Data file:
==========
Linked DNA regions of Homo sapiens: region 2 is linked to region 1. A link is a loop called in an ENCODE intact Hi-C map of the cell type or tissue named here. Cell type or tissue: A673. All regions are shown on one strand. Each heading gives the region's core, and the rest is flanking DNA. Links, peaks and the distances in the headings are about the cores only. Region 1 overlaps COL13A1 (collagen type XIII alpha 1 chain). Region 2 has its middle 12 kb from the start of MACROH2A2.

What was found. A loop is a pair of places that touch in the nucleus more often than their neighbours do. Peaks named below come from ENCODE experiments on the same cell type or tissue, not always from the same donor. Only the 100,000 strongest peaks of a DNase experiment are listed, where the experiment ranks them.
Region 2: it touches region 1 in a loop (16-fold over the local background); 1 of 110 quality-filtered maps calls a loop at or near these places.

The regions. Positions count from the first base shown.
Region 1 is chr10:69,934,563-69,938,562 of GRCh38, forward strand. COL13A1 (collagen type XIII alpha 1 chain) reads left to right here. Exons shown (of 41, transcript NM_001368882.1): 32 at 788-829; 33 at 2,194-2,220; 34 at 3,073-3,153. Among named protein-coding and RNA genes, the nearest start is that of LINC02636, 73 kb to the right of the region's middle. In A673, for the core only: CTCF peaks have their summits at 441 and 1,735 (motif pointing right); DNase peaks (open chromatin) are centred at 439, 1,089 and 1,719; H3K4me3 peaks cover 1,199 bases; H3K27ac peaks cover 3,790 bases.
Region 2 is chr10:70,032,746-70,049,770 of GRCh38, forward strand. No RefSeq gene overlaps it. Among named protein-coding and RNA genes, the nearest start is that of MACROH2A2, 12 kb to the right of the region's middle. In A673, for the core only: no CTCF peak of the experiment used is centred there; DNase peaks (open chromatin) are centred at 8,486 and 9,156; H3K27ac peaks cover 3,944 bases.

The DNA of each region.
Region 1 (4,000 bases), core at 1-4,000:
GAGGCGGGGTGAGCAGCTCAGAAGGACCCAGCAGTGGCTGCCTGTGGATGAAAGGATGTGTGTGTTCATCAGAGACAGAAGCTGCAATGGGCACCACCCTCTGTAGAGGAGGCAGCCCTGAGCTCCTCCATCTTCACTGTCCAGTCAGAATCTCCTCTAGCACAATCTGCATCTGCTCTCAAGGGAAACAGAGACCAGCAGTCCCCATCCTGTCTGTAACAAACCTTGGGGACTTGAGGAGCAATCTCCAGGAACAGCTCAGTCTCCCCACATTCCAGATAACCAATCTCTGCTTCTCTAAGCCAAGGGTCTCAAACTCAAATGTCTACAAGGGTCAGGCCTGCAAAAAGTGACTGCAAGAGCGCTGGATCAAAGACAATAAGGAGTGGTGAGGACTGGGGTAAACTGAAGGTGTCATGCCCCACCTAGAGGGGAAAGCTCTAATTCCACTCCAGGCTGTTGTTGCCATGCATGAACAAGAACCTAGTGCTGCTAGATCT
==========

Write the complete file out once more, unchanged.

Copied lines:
Linked DNA regions of Homo sapiens: region 2 is linked to region 1. A link is a loop called in an ENCODE intact Hi-C map of the cell type or tissue named here. Cell type or tissue: A673. All regions are shown on one strand. Each heading gives the region's core, and the rest is flanking DNA. Links, peaks and the distances in the headings are about the cores only. Region 1 overlaps COL13A1 (collagen type XIII alpha 1 chain). Region 2 has its middle 12 kb from the start of MACROH2A2.

What was found. A loop is a pair of places that touch in the nucleus more often than their neighbours do. Peaks named below come from ENCODE experiments on the same cell type or tissue, not always from the same donor. Only the 100,000 strongest peaks of a DNase experiment are listed, where the experiment ranks them.
Region 2: it touches region 1 in a loop (16-fold over the local background); 1 of 110 quality-filtered maps calls a loop at or near these places.

The regions. Positions count from the first base shown.
Region 1 is chr10:69,934,563-69,938,562 of GRCh38, forward strand. COL13A1 (collagen type XIII alpha 1 chain) reads left to right here. Exons shown (of 41, transcript NM_001368882.1): 32 at 788-829; 33 at 2,194-2,220; 34 at 3,073-3,153. Among named protein-coding and RNA genes, the nearest start is that of LINC02636, 73 kb to the right of the region's middle. In A673, for the core only: CTCF peaks have their summits at 441 and 1,735 (motif pointing right); DNase peaks (open chromatin) are centred at 439, 1,089 and 1,719; H3K4me3 peaks cover 1,199 bases; H3K27ac peaks cover 3,790 bases.
Region 2 is chr10:70,032,746-70,049,770 of GRCh38, forward strand. No RefSeq gene overlaps it. Among named protein-coding and RNA genes, the nearest start is that of MACROH2A2, 12 kb to the right of the region's middle. In A673, for the core only: no CTCF peak of the experiment used is centred there; DNase peaks (open chromatin) are centred at 8,486 and 9,156; H3K27ac peaks cover 3,944 bases.

The DNA of each region.
Region 1 (4,000 bases), core at 1-4,000:
GAGGCGGGGTGAGCAGCTCAGAAGGACCCAGCAGTGGCTGCCTGTGGATGAAAGGATGTGTGTGTTCATCAGAGACAGAAGCTGCAATGGGCACCACCCTCTGTAGAGGAGGCAGCCCTGAGCTCCTCCATCTTCACTGTCCAGTCAGAATCTCCTCTAGCACAATCTGCATCTGCTCTCAAGGGAAACAGAGACCAGCAGTCCCCATCCTGTCTGTAACAAACCTTGGGGACTTGAGGAGCAATCTCCAGGAACAGCTCAGTCTCCCCACATTCCAGATAACCAATCTCTGCTTCTCTAAGCCAAGGGTCTCAAACTCAAATGTCTACAAGGGTCAGGCCTGCAAAAAGTGACTGCAAGAGCGCTGGATCAAAGACAATAAGGAGTGGTGAGGACTGGGGTAAACTGAAGGTGTCATGCCCCACCTAGAGGGGAAAGCTCTAATTCCACTCCAGGCTGTTGTTGCCATGCATGAACAAGAACCTAGTGCTGCTAGATCT